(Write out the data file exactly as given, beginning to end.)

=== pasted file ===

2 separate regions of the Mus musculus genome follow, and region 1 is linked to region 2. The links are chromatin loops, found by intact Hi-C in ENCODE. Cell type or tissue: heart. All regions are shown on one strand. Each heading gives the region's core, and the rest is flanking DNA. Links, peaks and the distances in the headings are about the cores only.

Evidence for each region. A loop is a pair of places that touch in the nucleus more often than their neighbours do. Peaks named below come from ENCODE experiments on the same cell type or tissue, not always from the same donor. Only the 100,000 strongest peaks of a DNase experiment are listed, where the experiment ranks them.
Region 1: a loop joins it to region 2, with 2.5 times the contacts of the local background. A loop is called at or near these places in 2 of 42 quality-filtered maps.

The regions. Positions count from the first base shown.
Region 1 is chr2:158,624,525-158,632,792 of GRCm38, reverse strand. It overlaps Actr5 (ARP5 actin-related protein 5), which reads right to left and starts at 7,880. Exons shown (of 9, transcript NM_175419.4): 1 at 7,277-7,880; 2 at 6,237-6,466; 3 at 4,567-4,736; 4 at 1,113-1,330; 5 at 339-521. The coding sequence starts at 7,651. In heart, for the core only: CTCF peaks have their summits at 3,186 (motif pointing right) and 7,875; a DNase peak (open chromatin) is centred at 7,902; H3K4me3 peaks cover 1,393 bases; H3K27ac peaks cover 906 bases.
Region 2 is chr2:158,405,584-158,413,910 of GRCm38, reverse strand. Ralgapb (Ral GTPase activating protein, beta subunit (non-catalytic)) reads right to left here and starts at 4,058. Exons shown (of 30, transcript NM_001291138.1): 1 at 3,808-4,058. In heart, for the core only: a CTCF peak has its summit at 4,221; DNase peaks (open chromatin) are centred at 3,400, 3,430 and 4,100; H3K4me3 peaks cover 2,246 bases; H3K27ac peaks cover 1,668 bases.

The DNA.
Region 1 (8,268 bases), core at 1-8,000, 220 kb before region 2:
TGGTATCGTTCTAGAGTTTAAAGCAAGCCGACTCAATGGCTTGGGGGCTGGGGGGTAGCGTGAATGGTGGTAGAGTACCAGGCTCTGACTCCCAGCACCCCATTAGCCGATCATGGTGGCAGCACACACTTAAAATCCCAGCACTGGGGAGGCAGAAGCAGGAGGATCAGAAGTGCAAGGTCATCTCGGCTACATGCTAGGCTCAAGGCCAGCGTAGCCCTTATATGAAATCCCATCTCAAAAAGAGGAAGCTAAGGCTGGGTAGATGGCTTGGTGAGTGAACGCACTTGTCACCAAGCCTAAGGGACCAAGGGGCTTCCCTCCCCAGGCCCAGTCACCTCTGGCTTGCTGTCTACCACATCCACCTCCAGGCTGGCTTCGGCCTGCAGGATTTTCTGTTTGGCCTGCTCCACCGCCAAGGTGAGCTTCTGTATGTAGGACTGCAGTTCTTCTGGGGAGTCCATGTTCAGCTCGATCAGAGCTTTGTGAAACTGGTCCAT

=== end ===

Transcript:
2 separate regions of the Mus musculus genome follow, and region 1 is linked to region 2. The links are chromatin loops, found by intact Hi-C in ENCODE. Cell type or tissue: heart. All regions are shown on one strand. Each heading gives the region's core, and the rest is flanking DNA. Links, peaks and the distances in the headings are about the cores only.

Evidence for each region. A loop is a pair of places that touch in the nucleus more often than their neighbours do. Peaks named below come from ENCODE experiments on the same cell type or tissue, not always from the same donor. Only the 100,000 strongest peaks of a DNase experiment are listed, where the experiment ranks them.
Region 1: a loop joins it to region 2, with 2.5 times the contacts of the local background. A loop is called at or near these places in 2 of 42 quality-filtered maps.

The regions. Positions count from the first base shown.
Region 1 is chr2:158,624,525-158,632,792 of GRCm38, reverse strand. It overlaps Actr5 (ARP5 actin-related protein 5), which reads right to left and starts at 7,880. Exons shown (of 9, transcript NM_175419.4): 1 at 7,277-7,880; 2 at 6,237-6,466; 3 at 4,567-4,736; 4 at 1,113-1,330; 5 at 339-521. The coding sequence starts at 7,651. In heart, for the core only: CTCF peaks have their summits at 3,186 (motif pointing right) and 7,875; a DNase peak (open chromatin) is centred at 7,902; H3K4me3 peaks cover 1,393 bases; H3K27ac peaks cover 906 bases.
Region 2 is chr2:158,405,584-158,413,910 of GRCm38, reverse strand. Ralgapb (Ral GTPase activating protein, beta subunit (non-catalytic)) reads right to left here and starts at 4,058. Exons shown (of 30, transcript NM_001291138.1): 1 at 3,808-4,058. In heart, for the core only: a CTCF peak has its summit at 4,221; DNase peaks (open chromatin) are centred at 3,400, 3,430 and 4,100; H3K4me3 peaks cover 2,246 bases; H3K27ac peaks cover 1,668 bases.

The DNA.
Region 1 (8,268 bases), core at 1-8,000, 220 kb before region 2:
TGGTATCGTTCTAGAGTTTAAAGCAAGCCGACTCAATGGCTTGGGGGCTGGGGGGTAGCGTGAATGGTGGTAGAGTACCAGGCTCTGACTCCCAGCACCCCATTAGCCGATCATGGTGGCAGCACACACTTAAAATCCCAGCACTGGGGAGGCAGAAGCAGGAGGATCAGAAGTGCAAGGTCATCTCGGCTACATGCTAGGCTCAAGGCCAGCGTAGCCCTTATATGAAATCCCATCTCAAAAAGAGGAAGCTAAGGCTGGGTAGATGGCTTGGTGAGTGAACGCACTTGTCACCAAGCCTAAGGGACCAAGGGGCTTCCCTCCCCAGGCCCAGTCACCTCTGGCTTGCTGTCTACCACATCCACCTCCAGGCTGGCTTCGGCCTGCAGGATTTTCTGTTTGGCCTGCTCCACCGCCAAGGTGAGCTTCTGTATGTAGGACTGCAGTTCTTCTGGGGAGTCCATGTTCAGCTCGATCAGAGCTTTGTGAAACTGGTCCAT